Ruinas Xel-Ha

Nestled in the jungle across from the lagoon of the same name, the ruins of Xel-Ha offer a secluded peek into a small, but significant coastal Mayan community.  The name “Xel-Ha” means “lagoon”, or “mixing of the water” in Mayan, and was once an important maritime port, serving as the starting point for frequent Mayan pilgrimages to the island of Cozumel, accessible only by canoe.  Originally named for Ixchel, the Mayan goddess of fertility, young men and women traveled to the island of Cozumel prior to marriage to perform ceremonies for abundant fertility.   

The earliest structures in Xel-Ha date as far back as 100 BC, but most development took place between the Early and Middle-Classic periods (300-700 AD).  Structures and artifacts from the Late Post-Classic period (700-1200 AD) reveal ties that developed between the community and other cities of the inner Yucatan.  Xel-Ha probably remained a thriving village until the arrival of the Spaniards in 1527. 

The ruins themselves stretch through an expanse of jungle among a variety of flora, interspersed with abundant ceiba trees.  This tree, easily identified by its thorny bark, was considered sacred in Mayan culture as the tree of life; it’s sprawling surface roots representing our connection to the underworld and wide-reaching branches signifying our connection to the world of god and space above.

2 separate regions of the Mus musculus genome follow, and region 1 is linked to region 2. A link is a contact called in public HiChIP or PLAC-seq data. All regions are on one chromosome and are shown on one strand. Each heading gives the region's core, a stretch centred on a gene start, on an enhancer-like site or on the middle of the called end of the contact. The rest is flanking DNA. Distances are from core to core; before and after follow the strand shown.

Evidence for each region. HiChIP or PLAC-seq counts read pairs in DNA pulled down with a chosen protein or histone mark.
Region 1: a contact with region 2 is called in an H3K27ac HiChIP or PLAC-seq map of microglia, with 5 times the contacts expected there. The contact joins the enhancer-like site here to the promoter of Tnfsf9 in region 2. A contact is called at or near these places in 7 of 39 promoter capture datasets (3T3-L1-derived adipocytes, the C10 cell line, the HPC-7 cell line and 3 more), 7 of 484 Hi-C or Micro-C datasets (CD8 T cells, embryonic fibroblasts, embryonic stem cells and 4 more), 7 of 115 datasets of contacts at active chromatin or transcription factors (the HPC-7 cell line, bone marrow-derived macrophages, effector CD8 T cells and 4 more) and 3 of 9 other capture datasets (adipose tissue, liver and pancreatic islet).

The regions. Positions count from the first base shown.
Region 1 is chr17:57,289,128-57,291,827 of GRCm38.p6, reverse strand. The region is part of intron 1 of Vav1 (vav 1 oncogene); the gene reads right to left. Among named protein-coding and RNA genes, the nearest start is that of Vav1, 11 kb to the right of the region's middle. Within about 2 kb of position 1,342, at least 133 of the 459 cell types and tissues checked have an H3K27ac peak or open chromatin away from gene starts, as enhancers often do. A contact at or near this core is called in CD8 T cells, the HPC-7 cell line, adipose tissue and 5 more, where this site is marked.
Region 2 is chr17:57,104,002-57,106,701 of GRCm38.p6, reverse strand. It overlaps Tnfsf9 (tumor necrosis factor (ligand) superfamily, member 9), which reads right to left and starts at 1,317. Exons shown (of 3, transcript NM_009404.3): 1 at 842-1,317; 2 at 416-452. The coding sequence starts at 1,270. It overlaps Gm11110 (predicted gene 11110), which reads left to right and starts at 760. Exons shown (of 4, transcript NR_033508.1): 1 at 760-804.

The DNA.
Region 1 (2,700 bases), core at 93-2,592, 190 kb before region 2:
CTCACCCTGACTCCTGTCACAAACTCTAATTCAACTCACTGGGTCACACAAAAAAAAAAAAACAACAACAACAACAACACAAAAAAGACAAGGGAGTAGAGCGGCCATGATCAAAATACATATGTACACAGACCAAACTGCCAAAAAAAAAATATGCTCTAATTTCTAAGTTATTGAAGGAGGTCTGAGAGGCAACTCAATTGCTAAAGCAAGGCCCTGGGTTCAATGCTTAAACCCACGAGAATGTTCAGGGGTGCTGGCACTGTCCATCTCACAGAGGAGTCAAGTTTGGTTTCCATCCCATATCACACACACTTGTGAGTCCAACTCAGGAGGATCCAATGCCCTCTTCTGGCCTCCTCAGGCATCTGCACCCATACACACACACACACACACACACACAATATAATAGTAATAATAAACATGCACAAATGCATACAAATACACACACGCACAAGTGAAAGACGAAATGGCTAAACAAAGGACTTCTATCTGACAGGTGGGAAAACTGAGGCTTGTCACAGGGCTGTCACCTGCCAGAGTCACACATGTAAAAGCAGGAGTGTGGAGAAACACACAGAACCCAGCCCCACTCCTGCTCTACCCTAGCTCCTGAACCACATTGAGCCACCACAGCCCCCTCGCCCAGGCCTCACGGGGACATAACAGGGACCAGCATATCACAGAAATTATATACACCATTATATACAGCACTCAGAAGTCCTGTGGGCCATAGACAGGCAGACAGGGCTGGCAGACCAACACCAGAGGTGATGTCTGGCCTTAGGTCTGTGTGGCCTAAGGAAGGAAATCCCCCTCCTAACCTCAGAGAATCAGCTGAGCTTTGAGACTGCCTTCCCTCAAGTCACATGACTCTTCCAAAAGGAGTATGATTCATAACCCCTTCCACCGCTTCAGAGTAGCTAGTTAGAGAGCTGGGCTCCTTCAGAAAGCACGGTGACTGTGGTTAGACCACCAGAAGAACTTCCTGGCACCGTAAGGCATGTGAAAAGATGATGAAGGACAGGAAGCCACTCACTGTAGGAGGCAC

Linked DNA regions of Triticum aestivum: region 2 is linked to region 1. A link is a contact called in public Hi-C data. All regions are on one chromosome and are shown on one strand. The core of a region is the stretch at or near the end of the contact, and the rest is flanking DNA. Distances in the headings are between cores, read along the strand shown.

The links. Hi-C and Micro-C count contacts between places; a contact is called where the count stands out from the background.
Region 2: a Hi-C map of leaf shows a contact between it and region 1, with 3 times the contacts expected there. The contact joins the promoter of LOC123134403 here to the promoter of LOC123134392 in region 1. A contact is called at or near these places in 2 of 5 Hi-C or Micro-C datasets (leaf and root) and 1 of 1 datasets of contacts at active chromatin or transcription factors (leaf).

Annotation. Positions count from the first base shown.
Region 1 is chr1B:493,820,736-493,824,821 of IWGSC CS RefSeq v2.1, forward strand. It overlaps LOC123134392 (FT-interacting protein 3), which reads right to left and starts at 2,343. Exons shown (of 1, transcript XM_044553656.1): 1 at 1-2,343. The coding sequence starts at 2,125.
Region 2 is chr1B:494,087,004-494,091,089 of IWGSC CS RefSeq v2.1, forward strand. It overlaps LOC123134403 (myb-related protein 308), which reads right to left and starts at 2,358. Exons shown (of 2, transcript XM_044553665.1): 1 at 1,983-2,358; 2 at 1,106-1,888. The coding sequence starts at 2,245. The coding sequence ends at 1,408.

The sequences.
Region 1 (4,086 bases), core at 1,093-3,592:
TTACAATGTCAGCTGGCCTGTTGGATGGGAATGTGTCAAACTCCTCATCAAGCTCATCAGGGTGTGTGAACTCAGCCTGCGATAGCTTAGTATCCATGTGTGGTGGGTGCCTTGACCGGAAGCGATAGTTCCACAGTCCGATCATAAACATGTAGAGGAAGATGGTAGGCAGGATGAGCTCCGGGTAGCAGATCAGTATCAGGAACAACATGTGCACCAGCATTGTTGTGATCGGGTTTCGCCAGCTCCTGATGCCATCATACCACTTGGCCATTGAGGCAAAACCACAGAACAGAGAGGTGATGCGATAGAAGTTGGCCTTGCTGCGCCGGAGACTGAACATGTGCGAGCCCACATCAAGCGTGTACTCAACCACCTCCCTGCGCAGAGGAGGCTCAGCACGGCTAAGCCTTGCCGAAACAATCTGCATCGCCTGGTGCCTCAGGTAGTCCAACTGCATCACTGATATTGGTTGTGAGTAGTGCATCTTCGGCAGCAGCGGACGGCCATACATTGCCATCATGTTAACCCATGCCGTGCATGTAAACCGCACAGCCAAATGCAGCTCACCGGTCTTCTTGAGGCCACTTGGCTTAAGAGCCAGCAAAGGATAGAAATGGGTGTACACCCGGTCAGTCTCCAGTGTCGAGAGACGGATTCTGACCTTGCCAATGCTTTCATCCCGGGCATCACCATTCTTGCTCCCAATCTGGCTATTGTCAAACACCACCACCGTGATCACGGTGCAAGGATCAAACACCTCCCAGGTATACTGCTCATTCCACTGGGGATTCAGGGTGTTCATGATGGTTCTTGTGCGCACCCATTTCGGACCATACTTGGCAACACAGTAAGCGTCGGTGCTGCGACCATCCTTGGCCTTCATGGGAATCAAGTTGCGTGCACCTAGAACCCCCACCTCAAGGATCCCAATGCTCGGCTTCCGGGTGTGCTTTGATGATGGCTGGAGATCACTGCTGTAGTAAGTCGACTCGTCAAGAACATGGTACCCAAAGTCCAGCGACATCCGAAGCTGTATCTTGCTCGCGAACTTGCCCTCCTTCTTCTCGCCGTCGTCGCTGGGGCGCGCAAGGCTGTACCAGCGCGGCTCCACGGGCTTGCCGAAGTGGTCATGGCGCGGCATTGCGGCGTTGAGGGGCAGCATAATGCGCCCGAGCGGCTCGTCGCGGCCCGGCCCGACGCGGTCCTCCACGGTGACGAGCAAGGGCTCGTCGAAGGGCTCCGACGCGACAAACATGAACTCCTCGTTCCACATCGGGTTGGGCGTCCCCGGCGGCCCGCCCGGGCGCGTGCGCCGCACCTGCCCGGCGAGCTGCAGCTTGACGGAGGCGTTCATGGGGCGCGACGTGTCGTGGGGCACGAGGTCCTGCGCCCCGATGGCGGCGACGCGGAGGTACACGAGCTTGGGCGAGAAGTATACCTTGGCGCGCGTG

The ruins consist of several widely spaced groupings.  A circular bath area boasts a painting of the feline honey god, Ah mucen kab; while much of the painting has worn away, some of the original red paint is still visible.  Two other similar murals can be viewed at another grouping. 

The original sacabe, or white road, is a beautiful walk which still stretches from within the ruins out towards the first of two beautiful cenotes.  Along side of this first cenote lies a small cluster of structures, highlighted by the painting of a descending jaguar.  This figure represents the descending god of the underworld, or Xibalba, linked by Mayans to cenotes and oceans. 

The real magic of ruinas Xel-Ha, though, lies in their seclusion; here you will often find yourself the only visitor, and feel as if you have discovered a treasure of the ancient world.  Wander the shady paths and watch for the large iguanas which bathe in the sun or skitter along the ground; look towards the trees for an abundance of birds which populate the area.  Be sure to treat yourself to a cooling dip in one of the freshwater cenotes, and lose yourself in the beauty of the jungle!